Farmers protest the construction of the inland rail route from Melbourne to Brisbane in February 2020 (Image: AAP/Dan Peled)

We’re now well into budget-drop season, and infrastructure spending is being heavily touted as a key element in our road to recovery. Or, as Michael Pascoe correctly notes, infrastructure spending announcements are being touted but this may not actually mean any more spending.

The economic benefits of any mooted budget increase in infrastructure funding are likely to be undermined by one of the perennial problems of Australian politics: National Party pork-barrelling, favours for mates and rorting.

Total government spending on infrastructure — by all levels of government, not just the Commonwealth — has fallen by around 15% over the past two years, despite major projects going ahead in Sydney and Melbourne. An increase of investment back to 2018 levels would see an additional $15 billion a quarter injected into the economy nationally. That’s the least the government could do in the budget.

That will have direct and indirect benefits in terms of jobs in heavy construction and building supply manufacturing, but infrastructure should also yield an ongoing benefit to the economy from increased economic opportunities, lower transport costs, reduced transit times and increased output and exports.

That sounds obvious, but it hasn’t always informed government policy.

The extraordinarily expensive — $10 billion — inland rail line being constructed by the federal government will be the biggest white elephant since the Howard government built the little-used Alice Springs-Darwin line. Even by the government’s own studies it will barely earn a profit on its operating costs — let alone recoup the billions being wasted on it.

Indeed, the line is best understood as yet another subsidy to the Coalition’s friends in the coal sector. The business case for the line is dependent on an expansion in thermal coal exports, and its pricing structure will be designed “to maximise volume of coal that can be accommodated within the assumed cap of 87 coal train paths”.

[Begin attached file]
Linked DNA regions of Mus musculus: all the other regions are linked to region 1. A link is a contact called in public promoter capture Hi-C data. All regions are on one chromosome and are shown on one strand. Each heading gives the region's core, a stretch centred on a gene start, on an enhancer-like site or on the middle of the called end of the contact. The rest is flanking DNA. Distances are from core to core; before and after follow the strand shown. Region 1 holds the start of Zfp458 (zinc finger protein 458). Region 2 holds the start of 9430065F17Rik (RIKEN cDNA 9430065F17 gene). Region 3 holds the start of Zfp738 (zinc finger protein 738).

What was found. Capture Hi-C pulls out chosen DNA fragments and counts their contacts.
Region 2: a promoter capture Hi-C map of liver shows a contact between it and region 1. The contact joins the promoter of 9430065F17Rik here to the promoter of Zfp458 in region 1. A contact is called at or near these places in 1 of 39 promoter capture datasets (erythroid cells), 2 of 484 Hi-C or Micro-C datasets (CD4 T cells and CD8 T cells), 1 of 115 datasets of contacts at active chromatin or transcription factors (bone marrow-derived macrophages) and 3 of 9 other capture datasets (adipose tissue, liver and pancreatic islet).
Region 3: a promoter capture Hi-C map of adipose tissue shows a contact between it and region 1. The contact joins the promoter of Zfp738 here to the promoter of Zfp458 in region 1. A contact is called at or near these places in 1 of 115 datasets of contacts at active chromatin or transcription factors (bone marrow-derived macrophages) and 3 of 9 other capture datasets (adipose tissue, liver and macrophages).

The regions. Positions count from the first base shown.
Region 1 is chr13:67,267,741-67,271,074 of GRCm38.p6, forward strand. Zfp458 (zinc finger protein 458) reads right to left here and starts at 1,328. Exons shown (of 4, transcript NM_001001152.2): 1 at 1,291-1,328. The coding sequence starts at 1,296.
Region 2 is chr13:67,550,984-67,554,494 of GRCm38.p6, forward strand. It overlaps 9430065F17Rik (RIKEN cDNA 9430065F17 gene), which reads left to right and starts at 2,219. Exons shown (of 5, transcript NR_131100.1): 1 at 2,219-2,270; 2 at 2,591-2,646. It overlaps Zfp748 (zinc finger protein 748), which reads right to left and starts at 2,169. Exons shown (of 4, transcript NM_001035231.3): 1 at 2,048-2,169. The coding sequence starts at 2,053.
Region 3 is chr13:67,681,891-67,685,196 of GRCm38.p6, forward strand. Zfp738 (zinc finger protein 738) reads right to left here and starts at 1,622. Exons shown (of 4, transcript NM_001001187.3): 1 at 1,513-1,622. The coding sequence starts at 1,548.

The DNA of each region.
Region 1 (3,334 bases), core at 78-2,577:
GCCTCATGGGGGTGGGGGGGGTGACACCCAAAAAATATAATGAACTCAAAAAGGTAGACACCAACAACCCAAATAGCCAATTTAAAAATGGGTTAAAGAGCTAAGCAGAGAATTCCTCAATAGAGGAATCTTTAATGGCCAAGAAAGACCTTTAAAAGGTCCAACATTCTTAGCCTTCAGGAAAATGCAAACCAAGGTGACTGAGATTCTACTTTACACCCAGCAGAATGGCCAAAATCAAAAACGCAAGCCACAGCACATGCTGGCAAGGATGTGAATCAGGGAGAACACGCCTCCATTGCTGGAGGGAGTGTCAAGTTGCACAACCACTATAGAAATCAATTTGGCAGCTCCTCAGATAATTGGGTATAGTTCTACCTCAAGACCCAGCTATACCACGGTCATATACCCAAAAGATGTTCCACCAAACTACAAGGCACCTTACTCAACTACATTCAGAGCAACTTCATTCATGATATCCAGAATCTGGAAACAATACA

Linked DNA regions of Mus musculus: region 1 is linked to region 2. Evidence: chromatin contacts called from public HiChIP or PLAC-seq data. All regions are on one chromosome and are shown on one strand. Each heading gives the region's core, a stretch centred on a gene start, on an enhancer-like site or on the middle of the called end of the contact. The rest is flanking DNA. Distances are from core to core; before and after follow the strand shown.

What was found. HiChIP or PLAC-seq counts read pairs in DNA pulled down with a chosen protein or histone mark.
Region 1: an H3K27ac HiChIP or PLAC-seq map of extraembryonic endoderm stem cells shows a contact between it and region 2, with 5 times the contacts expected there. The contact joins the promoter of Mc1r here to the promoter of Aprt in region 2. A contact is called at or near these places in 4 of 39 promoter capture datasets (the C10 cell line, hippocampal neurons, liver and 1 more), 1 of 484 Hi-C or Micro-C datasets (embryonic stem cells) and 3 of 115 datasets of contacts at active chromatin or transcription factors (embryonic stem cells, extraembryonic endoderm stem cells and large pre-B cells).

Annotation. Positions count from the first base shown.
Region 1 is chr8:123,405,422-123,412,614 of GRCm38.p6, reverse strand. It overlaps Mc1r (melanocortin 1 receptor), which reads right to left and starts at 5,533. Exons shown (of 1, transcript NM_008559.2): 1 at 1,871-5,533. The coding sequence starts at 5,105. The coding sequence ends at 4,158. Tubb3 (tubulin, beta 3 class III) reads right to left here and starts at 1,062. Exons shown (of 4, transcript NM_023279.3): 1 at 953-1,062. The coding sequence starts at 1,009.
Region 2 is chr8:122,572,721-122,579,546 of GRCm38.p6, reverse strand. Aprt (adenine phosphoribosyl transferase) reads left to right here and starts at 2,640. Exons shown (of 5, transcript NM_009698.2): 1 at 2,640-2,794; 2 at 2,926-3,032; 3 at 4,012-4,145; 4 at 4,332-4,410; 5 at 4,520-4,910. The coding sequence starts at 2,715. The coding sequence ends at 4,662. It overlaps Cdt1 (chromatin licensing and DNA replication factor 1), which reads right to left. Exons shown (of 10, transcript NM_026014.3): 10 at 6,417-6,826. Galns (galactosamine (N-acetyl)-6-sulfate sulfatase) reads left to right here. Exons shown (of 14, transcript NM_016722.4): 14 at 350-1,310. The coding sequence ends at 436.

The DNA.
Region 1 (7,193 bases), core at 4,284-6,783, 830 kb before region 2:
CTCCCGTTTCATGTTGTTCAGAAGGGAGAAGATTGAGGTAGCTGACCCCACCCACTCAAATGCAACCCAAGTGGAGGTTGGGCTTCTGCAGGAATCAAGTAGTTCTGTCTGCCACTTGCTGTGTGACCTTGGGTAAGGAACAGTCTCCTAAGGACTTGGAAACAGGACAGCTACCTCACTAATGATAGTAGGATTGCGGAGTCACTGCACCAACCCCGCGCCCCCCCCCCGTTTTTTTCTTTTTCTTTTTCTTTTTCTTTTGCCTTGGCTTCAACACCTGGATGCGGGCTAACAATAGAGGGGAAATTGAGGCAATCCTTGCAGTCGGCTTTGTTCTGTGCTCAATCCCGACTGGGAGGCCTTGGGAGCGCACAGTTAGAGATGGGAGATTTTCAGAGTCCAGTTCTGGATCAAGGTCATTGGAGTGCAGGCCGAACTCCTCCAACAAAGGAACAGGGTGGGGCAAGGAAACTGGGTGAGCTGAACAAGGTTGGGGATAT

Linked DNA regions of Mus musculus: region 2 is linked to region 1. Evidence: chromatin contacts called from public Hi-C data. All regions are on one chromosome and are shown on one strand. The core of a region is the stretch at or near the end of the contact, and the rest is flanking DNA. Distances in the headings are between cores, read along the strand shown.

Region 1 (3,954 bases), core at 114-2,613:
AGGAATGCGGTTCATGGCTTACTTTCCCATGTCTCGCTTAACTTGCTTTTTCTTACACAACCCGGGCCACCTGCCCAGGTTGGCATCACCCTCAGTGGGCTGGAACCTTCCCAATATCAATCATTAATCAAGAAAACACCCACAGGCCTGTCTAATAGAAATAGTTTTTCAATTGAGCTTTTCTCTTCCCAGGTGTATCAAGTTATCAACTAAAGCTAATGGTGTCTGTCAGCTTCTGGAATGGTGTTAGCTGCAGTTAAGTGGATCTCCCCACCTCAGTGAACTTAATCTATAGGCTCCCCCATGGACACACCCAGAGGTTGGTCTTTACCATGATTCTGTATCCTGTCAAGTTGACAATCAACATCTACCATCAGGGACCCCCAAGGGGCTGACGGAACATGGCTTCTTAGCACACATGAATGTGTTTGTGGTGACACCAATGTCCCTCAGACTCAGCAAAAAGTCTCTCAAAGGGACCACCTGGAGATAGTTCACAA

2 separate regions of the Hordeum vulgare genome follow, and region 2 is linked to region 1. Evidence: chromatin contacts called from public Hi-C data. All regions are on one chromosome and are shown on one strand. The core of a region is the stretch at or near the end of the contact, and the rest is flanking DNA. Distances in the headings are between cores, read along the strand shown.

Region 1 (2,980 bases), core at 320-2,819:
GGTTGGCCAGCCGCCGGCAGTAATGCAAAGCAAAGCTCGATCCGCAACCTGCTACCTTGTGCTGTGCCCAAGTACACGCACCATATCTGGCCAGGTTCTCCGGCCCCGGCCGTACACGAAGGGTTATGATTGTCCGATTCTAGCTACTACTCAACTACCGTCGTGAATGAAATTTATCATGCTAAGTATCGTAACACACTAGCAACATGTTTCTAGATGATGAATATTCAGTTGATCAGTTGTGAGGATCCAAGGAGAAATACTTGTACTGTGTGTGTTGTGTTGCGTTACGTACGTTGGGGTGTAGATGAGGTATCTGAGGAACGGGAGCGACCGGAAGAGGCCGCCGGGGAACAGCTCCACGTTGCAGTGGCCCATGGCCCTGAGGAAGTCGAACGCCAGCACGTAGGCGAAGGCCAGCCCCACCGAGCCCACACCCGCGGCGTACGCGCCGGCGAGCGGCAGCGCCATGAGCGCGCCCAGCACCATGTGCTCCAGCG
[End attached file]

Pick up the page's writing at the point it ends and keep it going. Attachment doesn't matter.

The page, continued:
Taxpayers will miss out on $450 million in revenue because of this subsidy to the Coalition’s fossil fuel sector donors.

Only problem is, thermal coal’s market share is collapsing and miners are shutting coalmines.

The inland rail is only the most extreme example of the toxic role the National Party plays in distorting infrastructure investment decisions — often in the form of actually rorting infrastructure programs for its political self-interest.

If the government does end up increasing infrastructure investment significantly, Australia may be left with a multibillion-dollar legacy of low-performance, low-productivity infrastructure that has to be maintained but which will never repay its costs or provide the community with benefits.

The only truly safe way to allocate infrastructure spending is to remove politicians entirely from the process of infrastructure investment. Infrastructure Australia — the independent investment advisory body created by Anthony Albanese a decade ago — could be turned into a fully fledged infrastructure version of the Reserve Bank, with the independence, funding and remit to invest in projects based on benefit-cost ratio alone, and the goal of ensuring Australia has a steady pipeline of infrastructure projects — large, medium and small — in train.

With the economy depending on a huge input of fiscal stimulus, more than ever infrastructure spending is too important to be left to the politicians.